Liquid Chromatography

Enhanced Peptide Identification Using Capillary UHPLC and Orbitrap Mass Spectrometry

Aug 23 2017 Comments 0

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Chromatographic separation and tandem mass spectrometry (MS/MS) identification underpin ‘bottom-up’ proteomic analysis, with both essential steps witnessing significant performance improvements in recent years as a result of advances in instrumentation. The high backpressures offered by the latest ultra-high performance liquid chromatography (UHPLC) systems allow the use of longer and more efficient capillary columns that, when used in combination with high-resolution Orbitrap mass spectrometer technology, can achieve superior levels of peptide identification, protein quantitation and analytical throughput. Here, we demonstrate enhanced proteomic analysis of a HeLa cell lysate using a 75 cm long capillary column and compare these results to those obtained using a 50 cm column. The increase in column length resulted in the separation and detection of more unique peptides, improved protein quantitation, as well as better reproducibility and increased throughput, highlighting the suitability of this LC-MS/MS method for the quantitation of complex lysates.


Unlike ‘top-down’ approaches to proteomic analysis, which are based on direct fragmentation and analysis of intact proteins by tandem mass spectrometry (MS/MS), conventional ‘bottom-up’ proteomic techniques are underpinned by three principal steps: protein digestion, chromatographic separation, and MS/MS identification. Despite the significant advances in technology and methodology that have been made over the past two decades, “bottom-up” approaches to proteomic analysis face a number of key challenges.

One challenge relates to the depth of proteomic identification, with only a small proportion of the total peptide population typically recovered using current liquid chromatography (LC)-MS/MS techniques [1]. A second challenge concerns the sensitivity and dynamic range of these approaches, given the limited size of samples such as clinical biopsies [2] and the need for accurate peptide quantitation over concentrations spanning several orders of magnitude [3]. Finally, as many studies involve proteomic analysis of large numbers of samples across multiple conditions to reach meaningful conclusions, achieving high levels of analytical throughput are essential [4].

Recent advances in instrumentation are making significant progress towards these challenges. Orbitrap mass spectrometers are widely considered to be the gold standard for mass spectrometry-based proteomics, with best-in-class sensitivity, mass resolution and scan rates [5]. However, to achieve the optimum efficiency in protein identification and quantitation, this powerful detection technology must be paired with equally effective separation methods. Nano chromatography, using 50 to 75 µm i.d. fused silica capillaries based on a reversed-phase stationary phase supported on silica particles 2 to 3 µm in size, has proven to be particularly effective for this purpose. Typically, a 75 µm i.d. capillary column is run at flow rates of up to 400 nL/min, with early bottom-up proteomics experiments typically employing 15 to 25 cm long capillaries with gradients of between 15 and 60 minutes [6].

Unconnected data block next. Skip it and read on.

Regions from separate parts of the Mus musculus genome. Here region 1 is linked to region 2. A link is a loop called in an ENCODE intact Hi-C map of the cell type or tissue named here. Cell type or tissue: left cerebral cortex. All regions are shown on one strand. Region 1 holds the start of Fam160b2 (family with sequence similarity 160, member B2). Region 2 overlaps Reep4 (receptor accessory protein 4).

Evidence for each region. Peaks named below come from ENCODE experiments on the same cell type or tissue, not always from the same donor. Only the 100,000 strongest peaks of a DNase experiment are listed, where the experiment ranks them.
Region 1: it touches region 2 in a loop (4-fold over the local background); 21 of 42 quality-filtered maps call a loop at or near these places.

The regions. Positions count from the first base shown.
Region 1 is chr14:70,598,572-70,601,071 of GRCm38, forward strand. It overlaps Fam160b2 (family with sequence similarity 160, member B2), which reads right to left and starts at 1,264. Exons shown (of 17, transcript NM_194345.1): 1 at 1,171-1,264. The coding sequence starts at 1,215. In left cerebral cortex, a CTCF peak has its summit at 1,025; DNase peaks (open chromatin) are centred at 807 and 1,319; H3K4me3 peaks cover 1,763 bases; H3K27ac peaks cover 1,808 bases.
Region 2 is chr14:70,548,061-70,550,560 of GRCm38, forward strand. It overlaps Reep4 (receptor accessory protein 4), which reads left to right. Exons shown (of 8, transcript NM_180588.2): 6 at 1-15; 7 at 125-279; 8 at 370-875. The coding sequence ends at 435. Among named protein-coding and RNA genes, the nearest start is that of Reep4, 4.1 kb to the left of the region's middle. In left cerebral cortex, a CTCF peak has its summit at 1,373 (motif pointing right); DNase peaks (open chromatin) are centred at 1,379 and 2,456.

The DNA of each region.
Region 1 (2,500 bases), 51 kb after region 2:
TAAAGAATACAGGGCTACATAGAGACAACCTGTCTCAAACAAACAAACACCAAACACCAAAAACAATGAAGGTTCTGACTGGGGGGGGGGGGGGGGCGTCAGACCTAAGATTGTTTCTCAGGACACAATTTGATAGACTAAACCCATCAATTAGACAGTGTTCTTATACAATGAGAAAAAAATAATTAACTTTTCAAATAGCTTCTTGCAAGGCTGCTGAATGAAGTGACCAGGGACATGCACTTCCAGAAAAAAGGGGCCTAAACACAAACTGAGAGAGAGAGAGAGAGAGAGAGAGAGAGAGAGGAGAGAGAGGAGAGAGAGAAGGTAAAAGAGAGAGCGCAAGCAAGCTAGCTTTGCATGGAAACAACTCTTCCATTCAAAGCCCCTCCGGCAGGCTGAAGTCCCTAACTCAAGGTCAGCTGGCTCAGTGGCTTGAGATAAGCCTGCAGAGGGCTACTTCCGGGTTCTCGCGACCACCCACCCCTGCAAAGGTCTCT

In recent years, much progress has been made in pushing the limits of peptide separation efficiency. Separation performance can be quantified in terms of peak capacity (Cp), which is defined as the maximum number of components that can be separated in a given time. Mechtler and colleagues have shown that for a packed reversed-phase liquid chromatography column, the maximum column peak capacity that can be obtained for a given gradient is proportional to the square root of the length, or alternatively, the particle size if the column length remains constant [7]. In other words, within a given separation time, better peptide separation can be achieved using either longer capillaries or by using smaller particle sizes.

The latest ultra-high performance liquid chromatography (UHPLC) systems now allow for backpressures of up to 1200 bar, enabling the routine use of longer, more efficient columns. Here, we demonstrate the improved proteomic analysis of a HeLa cell lysate using a 75 cm long capillary column and a 2 hour and 4 hour chromatography gradient, and compare these results to those obtained using a 50 cm column, which until recently was the longest high-performance nano LC column available on the market.



Materials: All solvents were LC-MS grade and purchased from Fisher Chemical. Protein digests and calibration standards were purchased from Thermo Fisher. Aliquots containing 500 ng/µL of Pierce HeLa protein digest (Thermo Fisher) (catalogue number: 88328 ) and 50 fmol/µL of Pierce peptide retention time calibration standards (catalogue number: 88321)  in water with 0.1% formic acid were prepared for the study. 2 or 4 µL (equivalent to 1 or 2 µg) of the HeLa cell digest was injected directly onto the column.

Chromatography: Analyses were performed using an EASY-nLC 1200 UHPLC system (Thermo Fisher). Two Acclaim PepMap C18 EASY-Spray columns (2 µm particle size, 75 µm i.d.), (Thermo Fisher) of length 50 cm and 75 cm, were used in this comparative study. The columns were connected to the LC system using a Dionex nanoViper fingertight fitting (Thermo Fisher). Solvent A was water containing 0.1% formic acid, and solvent B was an 80:20 mixture of acetonitrile-water, also containing 0.1% formic acid. The gradient methods used are summarised in Table 1. A constant column temperature of 55˚C was maintained during all experiments. Injection, sample loading, column equilibration, and autosampler wash conditions were consistent between the gradient durations and column lengths. A flow rate of 300 nL/min was used for both columns, resulting in a backpressure of approximately 900 bar for the 75 cm column and approximately 600 bar for the 50 cm column.